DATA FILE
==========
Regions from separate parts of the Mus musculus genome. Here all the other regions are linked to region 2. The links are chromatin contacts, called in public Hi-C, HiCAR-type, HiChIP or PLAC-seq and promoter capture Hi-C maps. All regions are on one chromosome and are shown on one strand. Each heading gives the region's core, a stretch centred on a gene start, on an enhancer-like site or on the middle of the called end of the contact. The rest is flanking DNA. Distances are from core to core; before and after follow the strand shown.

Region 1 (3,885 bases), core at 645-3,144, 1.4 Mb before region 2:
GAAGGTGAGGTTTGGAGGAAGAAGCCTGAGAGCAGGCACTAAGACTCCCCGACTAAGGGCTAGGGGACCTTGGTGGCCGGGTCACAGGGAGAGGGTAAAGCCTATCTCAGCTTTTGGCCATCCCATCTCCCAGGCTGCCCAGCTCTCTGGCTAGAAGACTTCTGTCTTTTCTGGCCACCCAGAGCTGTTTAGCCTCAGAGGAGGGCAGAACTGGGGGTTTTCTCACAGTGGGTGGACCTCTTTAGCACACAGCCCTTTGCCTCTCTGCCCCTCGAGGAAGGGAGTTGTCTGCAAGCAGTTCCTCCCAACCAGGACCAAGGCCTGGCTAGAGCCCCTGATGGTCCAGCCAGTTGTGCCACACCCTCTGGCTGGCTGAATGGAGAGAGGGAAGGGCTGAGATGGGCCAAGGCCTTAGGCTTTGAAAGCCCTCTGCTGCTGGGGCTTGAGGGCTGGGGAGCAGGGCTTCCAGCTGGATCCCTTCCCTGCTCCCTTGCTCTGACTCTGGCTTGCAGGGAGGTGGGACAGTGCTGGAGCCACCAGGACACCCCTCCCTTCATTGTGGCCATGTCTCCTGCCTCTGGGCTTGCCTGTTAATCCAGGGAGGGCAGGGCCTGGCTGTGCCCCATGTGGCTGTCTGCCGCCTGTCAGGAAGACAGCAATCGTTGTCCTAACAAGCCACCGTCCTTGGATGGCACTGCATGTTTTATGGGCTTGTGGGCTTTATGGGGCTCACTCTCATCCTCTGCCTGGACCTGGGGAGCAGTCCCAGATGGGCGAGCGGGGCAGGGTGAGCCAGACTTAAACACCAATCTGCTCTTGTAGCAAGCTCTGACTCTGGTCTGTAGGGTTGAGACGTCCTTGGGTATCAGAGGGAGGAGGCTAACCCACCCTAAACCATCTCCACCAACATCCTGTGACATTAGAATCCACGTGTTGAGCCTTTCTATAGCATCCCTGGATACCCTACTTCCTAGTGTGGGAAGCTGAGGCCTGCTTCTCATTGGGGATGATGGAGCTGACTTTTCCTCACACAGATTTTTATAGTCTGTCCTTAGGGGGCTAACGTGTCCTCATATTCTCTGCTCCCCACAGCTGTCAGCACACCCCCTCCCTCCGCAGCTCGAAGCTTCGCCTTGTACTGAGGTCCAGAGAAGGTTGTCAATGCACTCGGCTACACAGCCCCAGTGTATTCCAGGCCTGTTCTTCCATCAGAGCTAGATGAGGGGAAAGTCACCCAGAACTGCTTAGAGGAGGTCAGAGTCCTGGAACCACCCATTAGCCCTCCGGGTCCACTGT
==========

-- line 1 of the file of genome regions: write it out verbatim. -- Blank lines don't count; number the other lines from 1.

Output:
Regions from separate parts of the Mus musculus genome. Here all the other regions are linked to region 2. The links are chromatin contacts, called in public Hi-C, HiCAR-type, HiChIP or PLAC-seq and promoter capture Hi-C maps. All regions are on one chromosome and are shown on one strand. Each heading gives the region's core, a stretch centred on a gene start, on an enhancer-like site or on the middle of the called end of the contact. The rest is flanking DNA. Distances are from core to core; before and after follow the strand shown.